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The Cyber Edge

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CyberDiplomacy vs. CyberSecurity

March 7th 2013

Shadowy Computer User

Since the hacking of the New York Times, the Wall Street Journal, The Washington Post, etc., and the Mandiant revelations about China's PLA Unit 61398, the media and Internet have offered an explosion of talk about now as a"tipping point" in cybersecurity. We're, in fact, long past the "tipping point": what Mandiant had to say about Chinese hacking was actually old news to those who follow cyber news.

As has been the case in the past, there seem to be three camps on the issue of cybersecurity: "the-sky-is-falling" or "cyber-Pearl-Harbor" camp, the "overblown-threat" camp, and the camp worried about the cyberdefense threat to privacy rights. We shouldn't forget the advocacy of international "rules of the game" for cyberspace, which was recently argued by Zbigniew Brzezinski in the Financial Times. None of these offer much new. And Obama's cybersecurity executive order on February 12, has elicited few comments beyond "not enough, too preliminary" and "a worrisome expansion of government right-to-prying-on-citizens."

A week later, supposedly demonstrating the Administration's determination to increase cybersecurity, the Trade Secret Protection Strategy was introduced by Attorney General Eric Holder in a White House press conference. "Trade secret theft can require companies to lay off employees, to close factories, to lose sales and profits ... or even to go out of business," he said.

Under Secretary of State for Economic Growth, Energy, and the Environment, Robert Hormats, who attended the meeting, offered a clarification of the new strategy that undoubtedly struck real fear in the hearts of the Chinese, Iranian and other hackers. The new strategy will give "clear" diplomatic signals that "preventing the theft of secrets is the priority" of the United States.

While the administration's soft-approach plan of giving "clear" diplomatic signals takes time and is subject to a different interpretation. We weren't told of any action that will be taken if the signals have been not as clear as the administration hopes. Signaling displeasure about cyber theft without adding the option of actions to stop the stealing is worthless.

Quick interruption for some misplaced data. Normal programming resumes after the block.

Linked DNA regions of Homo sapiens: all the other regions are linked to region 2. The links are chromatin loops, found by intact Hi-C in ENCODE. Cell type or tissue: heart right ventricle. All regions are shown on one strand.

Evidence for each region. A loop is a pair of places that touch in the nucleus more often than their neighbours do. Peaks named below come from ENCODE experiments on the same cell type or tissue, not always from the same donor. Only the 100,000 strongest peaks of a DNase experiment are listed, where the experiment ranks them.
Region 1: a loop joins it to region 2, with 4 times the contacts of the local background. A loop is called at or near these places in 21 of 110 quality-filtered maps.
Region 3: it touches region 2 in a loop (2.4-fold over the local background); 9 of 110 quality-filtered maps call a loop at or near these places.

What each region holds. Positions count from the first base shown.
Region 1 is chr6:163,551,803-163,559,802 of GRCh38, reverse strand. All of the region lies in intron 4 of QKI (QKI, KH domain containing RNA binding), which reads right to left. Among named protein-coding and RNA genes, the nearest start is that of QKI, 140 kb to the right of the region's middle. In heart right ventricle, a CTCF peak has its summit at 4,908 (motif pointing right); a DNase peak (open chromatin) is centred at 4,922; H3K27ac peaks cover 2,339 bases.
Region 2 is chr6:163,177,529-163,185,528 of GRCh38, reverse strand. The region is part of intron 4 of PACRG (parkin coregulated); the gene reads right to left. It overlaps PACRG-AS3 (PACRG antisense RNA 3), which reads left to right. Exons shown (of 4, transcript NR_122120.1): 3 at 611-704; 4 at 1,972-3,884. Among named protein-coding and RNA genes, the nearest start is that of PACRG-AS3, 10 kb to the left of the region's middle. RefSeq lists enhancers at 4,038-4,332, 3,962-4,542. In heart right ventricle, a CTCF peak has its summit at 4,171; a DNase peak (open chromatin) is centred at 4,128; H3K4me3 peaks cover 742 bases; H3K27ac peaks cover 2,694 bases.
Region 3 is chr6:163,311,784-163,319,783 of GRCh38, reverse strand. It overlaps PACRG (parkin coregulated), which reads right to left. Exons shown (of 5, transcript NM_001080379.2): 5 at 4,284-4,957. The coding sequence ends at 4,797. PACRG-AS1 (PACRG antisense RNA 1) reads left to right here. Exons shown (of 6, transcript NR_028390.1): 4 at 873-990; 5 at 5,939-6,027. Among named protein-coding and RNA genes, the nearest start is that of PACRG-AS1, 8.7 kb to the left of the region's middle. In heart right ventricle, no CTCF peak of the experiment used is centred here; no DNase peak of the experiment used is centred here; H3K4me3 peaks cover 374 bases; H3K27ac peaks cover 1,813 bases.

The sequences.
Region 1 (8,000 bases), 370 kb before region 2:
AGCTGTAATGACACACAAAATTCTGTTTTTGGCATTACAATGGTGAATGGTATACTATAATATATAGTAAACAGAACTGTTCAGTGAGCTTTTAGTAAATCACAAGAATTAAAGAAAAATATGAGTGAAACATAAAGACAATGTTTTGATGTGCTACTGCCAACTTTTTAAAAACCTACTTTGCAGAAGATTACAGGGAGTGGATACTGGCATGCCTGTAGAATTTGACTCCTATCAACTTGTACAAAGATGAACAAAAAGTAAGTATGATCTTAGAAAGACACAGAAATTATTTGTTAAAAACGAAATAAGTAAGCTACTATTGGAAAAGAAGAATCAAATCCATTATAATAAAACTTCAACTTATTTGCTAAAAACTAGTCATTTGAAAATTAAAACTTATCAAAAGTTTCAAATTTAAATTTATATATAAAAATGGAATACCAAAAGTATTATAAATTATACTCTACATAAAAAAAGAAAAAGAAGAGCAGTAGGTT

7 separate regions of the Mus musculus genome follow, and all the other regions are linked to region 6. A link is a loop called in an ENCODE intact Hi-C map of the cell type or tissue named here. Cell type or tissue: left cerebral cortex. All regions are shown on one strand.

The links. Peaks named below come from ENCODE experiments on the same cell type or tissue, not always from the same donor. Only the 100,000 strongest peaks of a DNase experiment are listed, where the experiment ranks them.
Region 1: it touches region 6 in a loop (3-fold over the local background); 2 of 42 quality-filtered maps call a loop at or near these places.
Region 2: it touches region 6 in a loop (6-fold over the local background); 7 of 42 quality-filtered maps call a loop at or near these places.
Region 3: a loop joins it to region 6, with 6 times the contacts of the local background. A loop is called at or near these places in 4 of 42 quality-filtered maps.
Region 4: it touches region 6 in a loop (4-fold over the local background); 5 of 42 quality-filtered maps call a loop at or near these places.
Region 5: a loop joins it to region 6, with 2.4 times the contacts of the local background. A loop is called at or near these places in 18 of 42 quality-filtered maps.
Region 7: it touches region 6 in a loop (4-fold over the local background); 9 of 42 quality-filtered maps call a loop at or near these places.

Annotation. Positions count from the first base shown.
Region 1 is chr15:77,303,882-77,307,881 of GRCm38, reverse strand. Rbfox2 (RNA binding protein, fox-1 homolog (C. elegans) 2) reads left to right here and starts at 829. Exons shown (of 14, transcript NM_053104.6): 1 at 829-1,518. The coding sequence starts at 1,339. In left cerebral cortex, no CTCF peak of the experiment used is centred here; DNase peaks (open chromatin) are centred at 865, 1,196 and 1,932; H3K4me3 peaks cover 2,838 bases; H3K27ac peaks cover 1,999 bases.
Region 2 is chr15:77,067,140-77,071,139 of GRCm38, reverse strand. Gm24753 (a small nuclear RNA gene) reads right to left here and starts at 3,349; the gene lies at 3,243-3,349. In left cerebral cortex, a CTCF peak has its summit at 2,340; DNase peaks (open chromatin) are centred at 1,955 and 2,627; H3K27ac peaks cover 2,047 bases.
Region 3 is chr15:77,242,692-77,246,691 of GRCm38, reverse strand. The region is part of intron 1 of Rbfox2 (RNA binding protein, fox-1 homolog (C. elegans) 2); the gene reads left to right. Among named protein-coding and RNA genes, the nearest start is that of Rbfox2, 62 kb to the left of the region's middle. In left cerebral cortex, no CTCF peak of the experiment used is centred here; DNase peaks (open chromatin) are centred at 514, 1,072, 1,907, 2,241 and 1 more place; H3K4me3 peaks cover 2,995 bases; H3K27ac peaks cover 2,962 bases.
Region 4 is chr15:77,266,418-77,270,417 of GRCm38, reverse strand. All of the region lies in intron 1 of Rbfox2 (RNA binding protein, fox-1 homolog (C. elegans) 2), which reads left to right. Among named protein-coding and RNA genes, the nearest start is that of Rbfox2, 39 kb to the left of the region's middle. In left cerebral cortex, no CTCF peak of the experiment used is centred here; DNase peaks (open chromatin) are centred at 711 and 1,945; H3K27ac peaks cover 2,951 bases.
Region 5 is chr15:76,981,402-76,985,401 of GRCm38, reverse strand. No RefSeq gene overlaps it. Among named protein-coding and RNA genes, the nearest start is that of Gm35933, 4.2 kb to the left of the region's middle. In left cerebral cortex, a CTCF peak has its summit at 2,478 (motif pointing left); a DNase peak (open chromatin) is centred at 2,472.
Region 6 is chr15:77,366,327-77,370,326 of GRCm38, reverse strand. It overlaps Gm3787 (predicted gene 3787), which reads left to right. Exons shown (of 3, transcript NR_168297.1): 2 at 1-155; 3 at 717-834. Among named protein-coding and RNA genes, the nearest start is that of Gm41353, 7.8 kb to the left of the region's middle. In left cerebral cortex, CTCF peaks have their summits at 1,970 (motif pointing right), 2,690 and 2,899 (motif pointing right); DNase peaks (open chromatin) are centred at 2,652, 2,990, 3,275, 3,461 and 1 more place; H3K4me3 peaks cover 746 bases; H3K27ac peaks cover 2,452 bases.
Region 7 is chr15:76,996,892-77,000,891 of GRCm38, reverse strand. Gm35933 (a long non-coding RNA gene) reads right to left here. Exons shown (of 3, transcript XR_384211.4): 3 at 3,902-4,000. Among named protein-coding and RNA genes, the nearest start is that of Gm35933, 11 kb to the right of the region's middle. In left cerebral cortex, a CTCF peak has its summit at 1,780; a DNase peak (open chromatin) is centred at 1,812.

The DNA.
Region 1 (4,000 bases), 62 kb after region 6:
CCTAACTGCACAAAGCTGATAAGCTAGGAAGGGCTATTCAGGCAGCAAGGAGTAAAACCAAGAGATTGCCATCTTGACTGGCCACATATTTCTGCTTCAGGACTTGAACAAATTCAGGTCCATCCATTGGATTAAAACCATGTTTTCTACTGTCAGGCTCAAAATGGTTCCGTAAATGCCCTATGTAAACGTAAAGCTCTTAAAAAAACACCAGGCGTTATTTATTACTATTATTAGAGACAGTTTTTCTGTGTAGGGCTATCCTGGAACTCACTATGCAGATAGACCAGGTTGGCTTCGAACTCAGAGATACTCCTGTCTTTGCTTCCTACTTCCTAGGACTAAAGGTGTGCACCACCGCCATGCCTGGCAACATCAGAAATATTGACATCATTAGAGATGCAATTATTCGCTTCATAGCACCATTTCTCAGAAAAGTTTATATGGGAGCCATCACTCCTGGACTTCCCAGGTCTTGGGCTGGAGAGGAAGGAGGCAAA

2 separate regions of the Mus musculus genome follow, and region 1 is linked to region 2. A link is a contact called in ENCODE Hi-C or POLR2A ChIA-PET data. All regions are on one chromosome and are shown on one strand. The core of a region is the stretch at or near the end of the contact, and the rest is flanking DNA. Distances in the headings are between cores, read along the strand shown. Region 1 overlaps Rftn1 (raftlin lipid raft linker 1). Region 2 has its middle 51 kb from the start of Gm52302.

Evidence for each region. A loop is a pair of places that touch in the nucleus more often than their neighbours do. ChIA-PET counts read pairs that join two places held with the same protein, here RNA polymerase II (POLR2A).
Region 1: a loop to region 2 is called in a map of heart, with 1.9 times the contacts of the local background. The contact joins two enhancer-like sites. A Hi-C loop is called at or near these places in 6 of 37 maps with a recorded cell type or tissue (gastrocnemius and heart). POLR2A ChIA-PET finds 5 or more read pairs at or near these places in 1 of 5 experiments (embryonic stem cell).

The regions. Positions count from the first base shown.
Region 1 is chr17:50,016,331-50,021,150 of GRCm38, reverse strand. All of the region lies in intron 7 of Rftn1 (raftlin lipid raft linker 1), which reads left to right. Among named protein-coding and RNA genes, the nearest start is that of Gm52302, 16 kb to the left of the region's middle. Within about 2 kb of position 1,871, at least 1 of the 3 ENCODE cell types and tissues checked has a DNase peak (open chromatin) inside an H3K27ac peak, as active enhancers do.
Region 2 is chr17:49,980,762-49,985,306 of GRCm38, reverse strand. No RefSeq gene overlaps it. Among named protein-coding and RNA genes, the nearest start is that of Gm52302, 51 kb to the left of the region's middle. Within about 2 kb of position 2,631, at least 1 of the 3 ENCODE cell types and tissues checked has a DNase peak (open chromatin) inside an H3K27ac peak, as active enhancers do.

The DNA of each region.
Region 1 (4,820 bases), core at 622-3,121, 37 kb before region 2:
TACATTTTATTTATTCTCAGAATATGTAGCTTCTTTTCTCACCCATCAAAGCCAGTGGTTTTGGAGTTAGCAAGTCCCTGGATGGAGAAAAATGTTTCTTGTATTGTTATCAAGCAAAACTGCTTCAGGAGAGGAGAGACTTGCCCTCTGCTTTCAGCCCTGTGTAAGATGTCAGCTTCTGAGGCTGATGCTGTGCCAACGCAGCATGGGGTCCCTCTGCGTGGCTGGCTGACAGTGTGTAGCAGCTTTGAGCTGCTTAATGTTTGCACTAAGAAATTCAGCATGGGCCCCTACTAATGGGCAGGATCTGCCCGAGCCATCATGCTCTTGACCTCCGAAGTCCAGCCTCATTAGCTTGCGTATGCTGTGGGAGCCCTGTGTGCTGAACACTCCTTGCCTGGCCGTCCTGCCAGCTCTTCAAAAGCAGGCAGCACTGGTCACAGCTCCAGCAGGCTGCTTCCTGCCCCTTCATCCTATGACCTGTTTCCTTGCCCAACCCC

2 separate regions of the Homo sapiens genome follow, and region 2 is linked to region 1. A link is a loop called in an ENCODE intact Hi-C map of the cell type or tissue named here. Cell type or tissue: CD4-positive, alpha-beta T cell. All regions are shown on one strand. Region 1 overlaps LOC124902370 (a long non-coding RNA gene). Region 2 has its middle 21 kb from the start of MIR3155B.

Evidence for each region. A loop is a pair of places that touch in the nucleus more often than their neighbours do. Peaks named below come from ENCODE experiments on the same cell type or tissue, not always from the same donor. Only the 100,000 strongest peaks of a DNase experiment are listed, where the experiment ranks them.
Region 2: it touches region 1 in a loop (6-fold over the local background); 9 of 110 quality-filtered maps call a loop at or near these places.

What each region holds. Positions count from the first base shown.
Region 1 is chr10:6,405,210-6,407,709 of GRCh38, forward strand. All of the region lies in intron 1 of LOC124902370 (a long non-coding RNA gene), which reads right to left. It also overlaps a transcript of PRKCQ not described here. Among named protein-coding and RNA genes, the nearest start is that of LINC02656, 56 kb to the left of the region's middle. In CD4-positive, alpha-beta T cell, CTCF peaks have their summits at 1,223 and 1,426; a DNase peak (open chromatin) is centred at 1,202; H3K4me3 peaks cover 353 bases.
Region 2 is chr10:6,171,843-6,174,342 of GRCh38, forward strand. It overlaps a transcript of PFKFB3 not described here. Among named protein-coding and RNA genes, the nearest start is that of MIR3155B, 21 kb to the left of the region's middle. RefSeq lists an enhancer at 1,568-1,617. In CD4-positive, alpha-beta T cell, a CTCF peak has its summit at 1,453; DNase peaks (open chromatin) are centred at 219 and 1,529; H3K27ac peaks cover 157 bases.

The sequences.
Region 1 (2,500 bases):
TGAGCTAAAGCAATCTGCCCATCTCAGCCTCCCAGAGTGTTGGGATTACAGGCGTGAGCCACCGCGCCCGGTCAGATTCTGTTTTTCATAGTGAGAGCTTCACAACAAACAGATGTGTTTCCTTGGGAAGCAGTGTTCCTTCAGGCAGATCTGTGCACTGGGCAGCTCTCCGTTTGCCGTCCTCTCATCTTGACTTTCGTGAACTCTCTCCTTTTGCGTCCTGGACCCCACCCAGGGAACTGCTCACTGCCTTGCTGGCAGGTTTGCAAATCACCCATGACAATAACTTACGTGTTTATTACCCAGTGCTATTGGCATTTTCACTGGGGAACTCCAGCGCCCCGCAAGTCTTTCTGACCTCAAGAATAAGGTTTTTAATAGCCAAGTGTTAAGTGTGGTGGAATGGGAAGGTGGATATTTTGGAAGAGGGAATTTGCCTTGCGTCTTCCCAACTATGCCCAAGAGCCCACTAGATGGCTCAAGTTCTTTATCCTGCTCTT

In addition, the widespread tendency is to focus on the technical aspects of cyber security, with little or no attention paid to the people who use the technology to commit the intrusion, or the theft. When the subject comes up, it can be truly stupefying; On March 3, the New York Times decried U.S. intelligence agencies wondering: "Why had the Chinese done it?" Who cares? They've done it, and will do it again unless stopped.

The theft of our intellectual property and scientific innovations have already cost billions of dollars and severely damaged our economy. It'll take time, finances, and lots of effort to gain back the market, that is, if we can stop the hemorrhaging. However, a new study by the civilian Defense Science Board, which was released yesterday, indicates that our national security is under severe threat, and openly criticizes the Defense Department for not being "prepared to defend against this threat."

The report warned that "The cyberattacks could be combined with conventional attacks at sea and in space....Attackers could crash servers, corrupt data, tamper with the supply chain and insert malicious software into critical systems." Hacking into the systems, attackers could order U.S. guns, missiles and bombs not to fire, or "direct them against our own troops.'' Moreover, even our nuclear weapons are vulnerable to cyber sabotage and attack." If that happens, "military commanders 'may rapidly lose trust' in their ability to command."

Since it is not possible to protect all military units and installations from cyberattacks, the report "recommends isolating critical systems and weapons, and equipping small numbers with advanced defensive measures to ensure they survive an attack."

While the administration have great expectations that more "pointed diplomatic and trade measures," such as threats to cancel certain visas, or put major purchases of Chinese goods through national security reviews, would scare the Chinese, it is essential to adopt Gen. Michael Hayden's policy that "the best defense is offence."

Strong and sharp teeth are necessary to deter effectively. Instead of holding many public debates and searching for the appropriate diplomatic jargon to signal serious threat, it's time to do something without too much ado.

For example, hackers into our systems should have their computers be hacked instantaneously. Their content should be "vacuumed,", preferably including their back ups, too, and, if possible, they should be physically destroyed. If this will be done regularly, systematically and secretly the message "don't mess with me" will be clearer that any diplomatic signal the White House has in mind. This way there is a chance to retrieve information that was hacked.

Replacing an army of hackers with appropriate computers takes time even in China. In the meantime, we could strengthen our defensive and offensive capabilities.

Projecting our renewed strength could then bolster our defense. But to get there, we must now mount the best offense we can muster.

Rachel Ehrenfeld writes for the Economic Warfare Institute, from where this article is adapted.


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